Set in Germany during the post World War I era, Anna (Paula Beer) grieves over the loss of her fiance, Frantz. After a visit to the graveside, Anna witnesses Adrien (Pierre Ninney), a French war veteran, put flowers on the marker.
Despite the cultural divide from the Armistice of World War I, Anna and Adrien communicate with each other. Each individual talks about their experiences knowing Frantz, an artistic soul who died in the muddy trenches. At times this relationship evolution is beautiful, but the horrors of war reveal dark secrets of human nature.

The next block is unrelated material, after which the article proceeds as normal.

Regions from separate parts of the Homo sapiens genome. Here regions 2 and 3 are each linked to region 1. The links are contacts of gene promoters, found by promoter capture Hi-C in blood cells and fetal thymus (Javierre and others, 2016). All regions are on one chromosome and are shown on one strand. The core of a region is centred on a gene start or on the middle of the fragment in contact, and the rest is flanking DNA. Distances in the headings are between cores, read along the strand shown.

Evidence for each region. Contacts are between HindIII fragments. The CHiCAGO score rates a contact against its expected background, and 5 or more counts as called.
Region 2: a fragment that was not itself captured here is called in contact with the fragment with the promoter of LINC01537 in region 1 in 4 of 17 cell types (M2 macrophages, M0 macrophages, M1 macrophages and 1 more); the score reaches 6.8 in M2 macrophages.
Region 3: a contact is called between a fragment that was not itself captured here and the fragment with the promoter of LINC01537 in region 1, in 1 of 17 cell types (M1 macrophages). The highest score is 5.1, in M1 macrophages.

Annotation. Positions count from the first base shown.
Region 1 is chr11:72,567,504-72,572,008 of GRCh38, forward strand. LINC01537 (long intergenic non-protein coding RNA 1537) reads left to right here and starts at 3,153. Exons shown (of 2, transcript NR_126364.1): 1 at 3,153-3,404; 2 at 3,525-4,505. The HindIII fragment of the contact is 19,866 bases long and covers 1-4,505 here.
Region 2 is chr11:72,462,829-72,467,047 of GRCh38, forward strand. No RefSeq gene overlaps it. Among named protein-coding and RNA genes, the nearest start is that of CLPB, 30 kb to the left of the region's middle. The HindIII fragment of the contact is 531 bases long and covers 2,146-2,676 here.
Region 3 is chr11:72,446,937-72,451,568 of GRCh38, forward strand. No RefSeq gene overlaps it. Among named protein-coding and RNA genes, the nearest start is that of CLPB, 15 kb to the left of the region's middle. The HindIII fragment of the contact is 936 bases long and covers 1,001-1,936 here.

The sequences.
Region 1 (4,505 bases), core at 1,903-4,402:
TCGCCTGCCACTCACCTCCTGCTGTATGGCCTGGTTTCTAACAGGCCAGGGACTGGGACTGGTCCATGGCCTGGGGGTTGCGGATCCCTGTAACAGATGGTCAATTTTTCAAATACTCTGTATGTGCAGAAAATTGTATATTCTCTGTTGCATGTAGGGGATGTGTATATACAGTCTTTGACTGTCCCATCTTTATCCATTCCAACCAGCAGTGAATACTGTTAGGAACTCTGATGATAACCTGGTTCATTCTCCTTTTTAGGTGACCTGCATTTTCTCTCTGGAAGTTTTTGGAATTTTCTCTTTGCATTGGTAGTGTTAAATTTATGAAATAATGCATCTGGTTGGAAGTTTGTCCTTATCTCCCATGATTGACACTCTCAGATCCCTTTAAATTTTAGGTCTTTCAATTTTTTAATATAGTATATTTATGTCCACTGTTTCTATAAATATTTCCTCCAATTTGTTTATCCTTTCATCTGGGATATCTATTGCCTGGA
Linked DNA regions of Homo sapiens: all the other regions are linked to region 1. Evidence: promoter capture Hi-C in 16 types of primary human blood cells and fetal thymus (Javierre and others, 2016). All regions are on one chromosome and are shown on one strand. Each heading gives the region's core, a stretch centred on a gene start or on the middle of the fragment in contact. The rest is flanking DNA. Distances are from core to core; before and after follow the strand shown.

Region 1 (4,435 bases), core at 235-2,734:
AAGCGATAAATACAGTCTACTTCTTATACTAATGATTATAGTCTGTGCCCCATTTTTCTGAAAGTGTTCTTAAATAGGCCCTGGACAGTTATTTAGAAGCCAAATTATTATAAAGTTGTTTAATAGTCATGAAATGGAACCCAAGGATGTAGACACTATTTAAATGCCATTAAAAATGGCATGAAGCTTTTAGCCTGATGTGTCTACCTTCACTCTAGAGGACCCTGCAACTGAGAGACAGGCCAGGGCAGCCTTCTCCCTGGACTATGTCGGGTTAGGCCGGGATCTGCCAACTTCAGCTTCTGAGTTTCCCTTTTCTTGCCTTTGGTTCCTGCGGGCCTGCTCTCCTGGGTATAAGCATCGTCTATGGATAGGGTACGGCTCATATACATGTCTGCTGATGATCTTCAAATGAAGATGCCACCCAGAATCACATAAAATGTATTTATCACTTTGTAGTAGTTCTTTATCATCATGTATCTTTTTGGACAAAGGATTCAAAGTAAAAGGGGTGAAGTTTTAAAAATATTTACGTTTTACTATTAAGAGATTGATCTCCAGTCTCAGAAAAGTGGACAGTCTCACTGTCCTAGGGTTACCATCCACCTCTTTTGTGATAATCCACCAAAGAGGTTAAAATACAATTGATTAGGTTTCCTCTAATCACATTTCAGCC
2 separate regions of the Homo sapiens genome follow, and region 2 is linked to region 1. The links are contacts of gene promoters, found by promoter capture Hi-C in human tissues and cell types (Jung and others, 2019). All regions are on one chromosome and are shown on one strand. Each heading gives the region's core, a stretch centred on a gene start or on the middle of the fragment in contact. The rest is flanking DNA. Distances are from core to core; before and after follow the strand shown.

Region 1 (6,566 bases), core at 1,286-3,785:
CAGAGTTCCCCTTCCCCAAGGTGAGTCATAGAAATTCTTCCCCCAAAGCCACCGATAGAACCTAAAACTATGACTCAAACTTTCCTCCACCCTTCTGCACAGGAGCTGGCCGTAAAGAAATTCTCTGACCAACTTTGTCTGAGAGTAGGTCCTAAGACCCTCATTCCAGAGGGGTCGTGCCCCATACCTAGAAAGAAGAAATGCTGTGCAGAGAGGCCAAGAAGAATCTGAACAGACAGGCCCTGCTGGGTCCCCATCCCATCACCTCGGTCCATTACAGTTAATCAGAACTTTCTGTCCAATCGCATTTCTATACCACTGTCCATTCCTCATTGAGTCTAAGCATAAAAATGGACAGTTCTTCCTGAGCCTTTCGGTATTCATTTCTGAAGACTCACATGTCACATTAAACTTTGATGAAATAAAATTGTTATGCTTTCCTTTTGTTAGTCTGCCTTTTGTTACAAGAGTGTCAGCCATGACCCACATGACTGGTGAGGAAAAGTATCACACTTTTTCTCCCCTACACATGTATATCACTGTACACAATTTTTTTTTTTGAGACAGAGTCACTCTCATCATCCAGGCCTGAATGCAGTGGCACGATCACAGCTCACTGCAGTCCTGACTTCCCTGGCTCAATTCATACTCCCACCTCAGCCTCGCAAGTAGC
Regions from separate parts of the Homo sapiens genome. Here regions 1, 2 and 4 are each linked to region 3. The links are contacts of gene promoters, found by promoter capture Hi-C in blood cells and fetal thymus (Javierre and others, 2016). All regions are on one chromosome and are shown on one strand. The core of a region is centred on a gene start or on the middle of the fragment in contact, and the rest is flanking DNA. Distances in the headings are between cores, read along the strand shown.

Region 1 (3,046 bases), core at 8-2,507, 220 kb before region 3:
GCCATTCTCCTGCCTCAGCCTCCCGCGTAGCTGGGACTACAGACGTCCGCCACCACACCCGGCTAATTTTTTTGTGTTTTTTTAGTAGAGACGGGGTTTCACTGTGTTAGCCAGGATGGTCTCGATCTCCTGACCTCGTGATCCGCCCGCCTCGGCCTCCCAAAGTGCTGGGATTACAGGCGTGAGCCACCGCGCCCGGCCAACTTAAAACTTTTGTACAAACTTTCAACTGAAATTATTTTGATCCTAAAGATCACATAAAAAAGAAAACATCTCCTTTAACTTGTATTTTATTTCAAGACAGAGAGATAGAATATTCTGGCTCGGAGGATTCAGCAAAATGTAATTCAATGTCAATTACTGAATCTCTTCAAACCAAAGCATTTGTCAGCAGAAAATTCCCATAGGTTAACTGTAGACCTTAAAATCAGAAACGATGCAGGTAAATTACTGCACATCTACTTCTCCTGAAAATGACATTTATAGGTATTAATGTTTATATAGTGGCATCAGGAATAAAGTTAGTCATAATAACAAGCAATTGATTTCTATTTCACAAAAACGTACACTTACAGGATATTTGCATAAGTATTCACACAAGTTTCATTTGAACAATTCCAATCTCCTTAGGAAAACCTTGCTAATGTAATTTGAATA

Frantz is presented in grim black and white cinematography that also echoes Sir Alfred Hitchcock’s version of Rebecca. Yet Ozon takes advantage of modern technology to include color cinematography for moments of beauty and grace. Given that Frantz is a study of grief, this film becomes life-affirming despite the tragedies on faces in life.